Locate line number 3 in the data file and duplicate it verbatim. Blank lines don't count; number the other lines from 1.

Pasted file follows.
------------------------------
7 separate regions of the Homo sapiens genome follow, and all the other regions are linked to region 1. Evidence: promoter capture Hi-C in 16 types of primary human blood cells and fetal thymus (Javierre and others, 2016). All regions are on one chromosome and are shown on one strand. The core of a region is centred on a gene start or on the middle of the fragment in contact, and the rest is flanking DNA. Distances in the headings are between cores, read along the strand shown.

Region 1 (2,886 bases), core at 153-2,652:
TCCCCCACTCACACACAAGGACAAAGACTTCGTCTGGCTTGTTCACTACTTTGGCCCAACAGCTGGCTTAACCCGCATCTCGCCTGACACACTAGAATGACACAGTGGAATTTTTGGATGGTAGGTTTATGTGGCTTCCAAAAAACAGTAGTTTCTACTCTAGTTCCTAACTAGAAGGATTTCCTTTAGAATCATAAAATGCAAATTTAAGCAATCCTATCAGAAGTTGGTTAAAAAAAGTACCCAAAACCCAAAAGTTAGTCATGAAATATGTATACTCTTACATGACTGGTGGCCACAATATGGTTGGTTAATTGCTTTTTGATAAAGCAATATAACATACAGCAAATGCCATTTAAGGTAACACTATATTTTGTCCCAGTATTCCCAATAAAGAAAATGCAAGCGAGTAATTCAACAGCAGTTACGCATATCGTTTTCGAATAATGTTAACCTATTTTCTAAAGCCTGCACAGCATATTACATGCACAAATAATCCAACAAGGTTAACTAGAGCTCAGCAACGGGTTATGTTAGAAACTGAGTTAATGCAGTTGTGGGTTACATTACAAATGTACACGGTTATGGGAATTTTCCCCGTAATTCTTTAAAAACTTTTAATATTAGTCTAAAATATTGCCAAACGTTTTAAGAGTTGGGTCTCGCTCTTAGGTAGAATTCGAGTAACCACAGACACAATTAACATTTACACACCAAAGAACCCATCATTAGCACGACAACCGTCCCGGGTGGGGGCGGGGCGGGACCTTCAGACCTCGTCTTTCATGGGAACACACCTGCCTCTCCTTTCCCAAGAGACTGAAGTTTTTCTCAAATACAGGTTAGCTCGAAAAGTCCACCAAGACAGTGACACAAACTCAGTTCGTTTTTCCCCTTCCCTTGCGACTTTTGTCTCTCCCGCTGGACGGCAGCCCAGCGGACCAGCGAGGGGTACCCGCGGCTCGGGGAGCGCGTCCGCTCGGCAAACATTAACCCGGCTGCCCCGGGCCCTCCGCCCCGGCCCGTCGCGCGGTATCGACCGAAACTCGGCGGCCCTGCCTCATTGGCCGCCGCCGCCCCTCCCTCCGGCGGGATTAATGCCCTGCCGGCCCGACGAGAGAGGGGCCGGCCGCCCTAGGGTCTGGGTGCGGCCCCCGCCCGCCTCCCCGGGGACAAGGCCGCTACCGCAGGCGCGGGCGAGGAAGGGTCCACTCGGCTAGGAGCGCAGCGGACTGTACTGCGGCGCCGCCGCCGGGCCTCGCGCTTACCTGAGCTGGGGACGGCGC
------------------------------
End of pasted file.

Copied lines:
TCCCCCACTCACACACAAGGACAAAGACTTCGTCTGGCTTGTTCACTACTTTGGCCCAACAGCTGGCTTAACCCGCATCTCGCCTGACACACTAGAATGACACAGTGGAATTTTTGGATGGTAGGTTTATGTGGCTTCCAAAAAACAGTAGTTTCTACTCTAGTTCCTAACTAGAAGGATTTCCTTTAGAATCATAAAATGCAAATTTAAGCAATCCTATCAGAAGTTGGTTAAAAAAAGTACCCAAAACCCAAAAGTTAGTCATGAAATATGTATACTCTTACATGACTGGTGGCCACAATATGGTTGGTTAATTGCTTTTTGATAAAGCAATATAACATACAGCAAATGCCATTTAAGGTAACACTATATTTTGTCCCAGTATTCCCAATAAAGAAAATGCAAGCGAGTAATTCAACAGCAGTTACGCATATCGTTTTCGAATAATGTTAACCTATTTTCTAAAGCCTGCACAGCATATTACATGCACAAATAATCCAACAAGGTTAACTAGAGCTCAGCAACGGGTTATGTTAGAAACTGAGTTAATGCAGTTGTGGGTTACATTACAAATGTACACGGTTATGGGAATTTTCCCCGTAATTCTTTAAAAACTTTTAATATTAGTCTAAAATATTGCCAAACGTTTTAAGAGTTGGGTCTCGCTCTTAGGTAGAATTCGAGTAACCACAGACACAATTAACATTTACACACCAAAGAACCCATCATTAGCACGACAACCGTCCCGGGTGGGGGCGGGGCGGGACCTTCAGACCTCGTCTTTCATGGGAACACACCTGCCTCTCCTTTCCCAAGAGACTGAAGTTTTTCTCAAATACAGGTTAGCTCGAAAAGTCCACCAAGACAGTGACACAAACTCAGTTCGTTTTTCCCCTTCCCTTGCGACTTTTGTCTCTCCCGCTGGACGGCAGCCCAGCGGACCAGCGAGGGGTACCCGCGGCTCGGGGAGCGCGTCCGCTCGGCAAACATTAACCCGGCTGCCCCGGGCCCTCCGCCCCGGCCCGTCGCGCGGTATCGACCGAAACTCGGCGGCCCTGCCTCATTGGCCGCCGCCGCCCCTCCCTCCGGCGGGATTAATGCCCTGCCGGCCCGACGAGAGAGGGGCCGGCCGCCCTAGGGTCTGGGTGCGGCCCCCGCCCGCCTCCCCGGGGACAAGGCCGCTACCGCAGGCGCGGGCGAGGAAGGGTCCACTCGGCTAGGAGCGCAGCGGACTGTACTGCGGCGCCGCCGCCGGGCCTCGCGCTTACCTGAGCTGGGGACGGCGC